I guess you could argue the latter, but most of that justification would be based on things George says in the opening chapter that emerge more from his frustrations than his heart.

 

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Just read this book this morning and thought it a beautifully written and poignant little story.

 

Clearly written in a time when men were men (grrrr) and feelings went barely acknowleged, yet it is a compassionate story of heart rending tenderness.

 

It struck me that Curley's wife is one of the only characters without a name and I note that this has been mentioned upthread. I wonder if this was deliberate on the part of Steinbeck?

 

As well as being an incredible story there is so much history in the pictures painted by the author - the rough justice, the hard lives of the lonely itinerant workers, the stifling oppression of negroes.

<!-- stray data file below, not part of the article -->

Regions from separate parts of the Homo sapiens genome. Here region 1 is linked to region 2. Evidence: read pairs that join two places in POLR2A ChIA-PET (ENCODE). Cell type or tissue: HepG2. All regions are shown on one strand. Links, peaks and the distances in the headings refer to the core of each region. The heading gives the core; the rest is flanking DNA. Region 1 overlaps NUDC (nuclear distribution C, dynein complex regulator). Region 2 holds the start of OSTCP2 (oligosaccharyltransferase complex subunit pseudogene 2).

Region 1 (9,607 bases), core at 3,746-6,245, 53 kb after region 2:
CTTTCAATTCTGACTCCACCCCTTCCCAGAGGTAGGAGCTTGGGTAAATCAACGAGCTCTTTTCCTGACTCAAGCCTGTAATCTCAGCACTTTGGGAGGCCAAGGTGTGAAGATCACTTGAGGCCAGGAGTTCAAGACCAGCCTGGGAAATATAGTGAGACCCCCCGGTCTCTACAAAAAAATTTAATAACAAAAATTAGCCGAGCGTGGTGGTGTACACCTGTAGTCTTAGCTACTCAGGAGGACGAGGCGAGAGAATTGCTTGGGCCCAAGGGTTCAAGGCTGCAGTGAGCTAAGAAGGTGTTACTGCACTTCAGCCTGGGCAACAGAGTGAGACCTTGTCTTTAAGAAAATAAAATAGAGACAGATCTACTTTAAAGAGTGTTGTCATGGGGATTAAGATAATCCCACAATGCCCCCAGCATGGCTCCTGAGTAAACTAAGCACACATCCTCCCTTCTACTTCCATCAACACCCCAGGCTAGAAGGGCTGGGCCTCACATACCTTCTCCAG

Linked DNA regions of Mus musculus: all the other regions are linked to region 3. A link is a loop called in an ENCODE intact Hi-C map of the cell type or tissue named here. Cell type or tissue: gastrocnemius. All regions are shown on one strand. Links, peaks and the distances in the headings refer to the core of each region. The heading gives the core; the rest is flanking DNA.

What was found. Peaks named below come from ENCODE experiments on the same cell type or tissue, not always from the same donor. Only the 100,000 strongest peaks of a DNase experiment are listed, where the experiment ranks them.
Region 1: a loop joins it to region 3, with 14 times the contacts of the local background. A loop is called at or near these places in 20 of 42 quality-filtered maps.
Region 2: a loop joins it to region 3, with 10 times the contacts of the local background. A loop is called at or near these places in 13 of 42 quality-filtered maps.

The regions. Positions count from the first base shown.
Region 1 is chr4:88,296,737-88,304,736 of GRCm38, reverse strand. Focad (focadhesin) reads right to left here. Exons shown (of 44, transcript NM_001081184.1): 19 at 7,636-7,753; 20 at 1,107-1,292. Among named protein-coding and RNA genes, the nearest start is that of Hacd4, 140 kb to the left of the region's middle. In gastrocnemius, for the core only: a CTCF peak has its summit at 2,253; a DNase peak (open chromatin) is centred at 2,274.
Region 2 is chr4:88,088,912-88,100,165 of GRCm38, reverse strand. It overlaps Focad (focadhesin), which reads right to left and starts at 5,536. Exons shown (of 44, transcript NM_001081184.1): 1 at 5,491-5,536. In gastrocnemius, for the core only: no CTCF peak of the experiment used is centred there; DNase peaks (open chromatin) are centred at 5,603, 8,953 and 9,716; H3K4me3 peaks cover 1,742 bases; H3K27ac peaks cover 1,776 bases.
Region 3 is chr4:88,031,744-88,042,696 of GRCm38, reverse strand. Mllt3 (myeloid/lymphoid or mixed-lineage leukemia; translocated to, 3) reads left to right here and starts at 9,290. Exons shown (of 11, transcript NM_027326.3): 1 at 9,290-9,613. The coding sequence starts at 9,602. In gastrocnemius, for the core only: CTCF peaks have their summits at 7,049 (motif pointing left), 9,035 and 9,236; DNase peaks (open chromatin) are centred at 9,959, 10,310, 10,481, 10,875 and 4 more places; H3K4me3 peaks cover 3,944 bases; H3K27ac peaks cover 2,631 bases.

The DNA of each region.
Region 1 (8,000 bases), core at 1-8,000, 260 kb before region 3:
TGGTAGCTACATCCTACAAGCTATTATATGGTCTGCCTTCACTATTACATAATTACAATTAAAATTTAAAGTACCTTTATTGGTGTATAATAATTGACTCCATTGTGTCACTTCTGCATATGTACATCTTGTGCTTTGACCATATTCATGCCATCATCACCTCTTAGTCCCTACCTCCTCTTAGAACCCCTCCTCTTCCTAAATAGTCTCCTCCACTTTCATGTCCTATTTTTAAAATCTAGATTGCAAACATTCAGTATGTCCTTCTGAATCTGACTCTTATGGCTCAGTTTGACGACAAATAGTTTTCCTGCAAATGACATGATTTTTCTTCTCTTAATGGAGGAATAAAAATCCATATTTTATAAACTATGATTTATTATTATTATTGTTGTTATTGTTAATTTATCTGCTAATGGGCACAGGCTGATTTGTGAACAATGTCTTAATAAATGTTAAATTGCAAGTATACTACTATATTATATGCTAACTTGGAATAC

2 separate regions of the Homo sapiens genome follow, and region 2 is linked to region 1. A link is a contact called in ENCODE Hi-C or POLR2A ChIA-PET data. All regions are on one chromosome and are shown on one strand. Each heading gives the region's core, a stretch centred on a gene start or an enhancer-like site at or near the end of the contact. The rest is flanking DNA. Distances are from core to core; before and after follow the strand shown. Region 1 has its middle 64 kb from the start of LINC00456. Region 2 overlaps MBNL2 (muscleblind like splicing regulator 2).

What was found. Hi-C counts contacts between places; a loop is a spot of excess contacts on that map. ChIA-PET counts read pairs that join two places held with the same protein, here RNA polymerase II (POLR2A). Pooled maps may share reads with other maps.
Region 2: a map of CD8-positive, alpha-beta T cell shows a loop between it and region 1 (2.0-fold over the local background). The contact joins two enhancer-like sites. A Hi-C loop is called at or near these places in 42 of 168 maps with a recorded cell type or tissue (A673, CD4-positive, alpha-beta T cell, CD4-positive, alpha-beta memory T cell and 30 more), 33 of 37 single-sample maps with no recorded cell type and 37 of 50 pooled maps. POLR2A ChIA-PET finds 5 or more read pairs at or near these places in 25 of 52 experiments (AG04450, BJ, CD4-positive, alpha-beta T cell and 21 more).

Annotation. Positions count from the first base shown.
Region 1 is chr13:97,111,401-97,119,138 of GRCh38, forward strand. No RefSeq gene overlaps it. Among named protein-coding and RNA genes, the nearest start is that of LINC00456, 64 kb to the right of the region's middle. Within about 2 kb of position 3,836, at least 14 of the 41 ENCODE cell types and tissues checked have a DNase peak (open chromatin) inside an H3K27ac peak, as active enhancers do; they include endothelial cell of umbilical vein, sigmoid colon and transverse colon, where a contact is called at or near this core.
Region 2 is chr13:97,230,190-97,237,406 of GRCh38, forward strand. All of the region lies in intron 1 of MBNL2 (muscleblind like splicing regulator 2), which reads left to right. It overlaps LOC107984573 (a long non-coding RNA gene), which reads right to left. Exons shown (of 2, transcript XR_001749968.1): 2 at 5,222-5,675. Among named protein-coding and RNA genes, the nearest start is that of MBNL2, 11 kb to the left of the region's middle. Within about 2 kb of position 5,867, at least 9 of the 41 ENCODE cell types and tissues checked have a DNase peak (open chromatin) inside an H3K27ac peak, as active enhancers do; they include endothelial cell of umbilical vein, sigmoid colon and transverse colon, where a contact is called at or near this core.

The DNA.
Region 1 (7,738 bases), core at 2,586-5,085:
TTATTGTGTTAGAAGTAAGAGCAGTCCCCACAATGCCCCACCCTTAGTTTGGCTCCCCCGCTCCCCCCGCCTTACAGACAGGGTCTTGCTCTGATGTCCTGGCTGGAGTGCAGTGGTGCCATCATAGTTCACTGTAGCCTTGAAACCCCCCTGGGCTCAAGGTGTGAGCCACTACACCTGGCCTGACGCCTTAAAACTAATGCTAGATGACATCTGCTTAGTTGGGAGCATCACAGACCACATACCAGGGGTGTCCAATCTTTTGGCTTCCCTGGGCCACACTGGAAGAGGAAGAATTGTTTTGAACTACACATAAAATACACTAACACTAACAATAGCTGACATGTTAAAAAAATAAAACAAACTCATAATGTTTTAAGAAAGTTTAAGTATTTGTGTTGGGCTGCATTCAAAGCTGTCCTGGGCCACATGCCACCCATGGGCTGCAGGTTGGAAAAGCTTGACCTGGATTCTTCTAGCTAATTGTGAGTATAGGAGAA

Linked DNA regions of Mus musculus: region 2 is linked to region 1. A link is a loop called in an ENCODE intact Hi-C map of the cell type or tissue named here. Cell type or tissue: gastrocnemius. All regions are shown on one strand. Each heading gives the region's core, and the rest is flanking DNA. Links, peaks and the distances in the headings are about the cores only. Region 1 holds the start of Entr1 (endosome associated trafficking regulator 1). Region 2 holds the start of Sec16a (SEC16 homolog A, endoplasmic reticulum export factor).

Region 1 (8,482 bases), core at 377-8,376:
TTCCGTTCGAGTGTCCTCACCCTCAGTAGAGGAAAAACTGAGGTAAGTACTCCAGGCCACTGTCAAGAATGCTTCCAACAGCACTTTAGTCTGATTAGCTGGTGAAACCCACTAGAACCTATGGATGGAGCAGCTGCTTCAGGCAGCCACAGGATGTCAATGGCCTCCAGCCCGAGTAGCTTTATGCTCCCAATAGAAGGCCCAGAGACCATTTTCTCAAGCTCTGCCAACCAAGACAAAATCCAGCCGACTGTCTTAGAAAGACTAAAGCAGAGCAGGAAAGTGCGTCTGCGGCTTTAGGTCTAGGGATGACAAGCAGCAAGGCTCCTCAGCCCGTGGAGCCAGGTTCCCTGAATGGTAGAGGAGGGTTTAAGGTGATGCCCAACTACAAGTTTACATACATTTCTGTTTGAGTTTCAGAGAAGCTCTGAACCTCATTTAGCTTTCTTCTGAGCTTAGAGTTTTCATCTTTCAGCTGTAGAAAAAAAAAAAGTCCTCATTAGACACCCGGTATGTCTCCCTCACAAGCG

I must admit I did giggle to myself a bit at the first introduction to Slim, (the alpha male). The author made him sound so heroic, you'd think the Milky Bar Kid had just walked through the door.

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Clearly written in a time when men were men (grrrr) and feelings went barely acknowleged

Well, that's very often what men are like - even today - especially men who lead hard physical lives, as the ranchers do in the book. The all-male community only accentuates that. I think that's why the moments of tenderness stand out so poignantly and you could even read that in the final action taken by George, even though it is superficially a violent, 'male' action.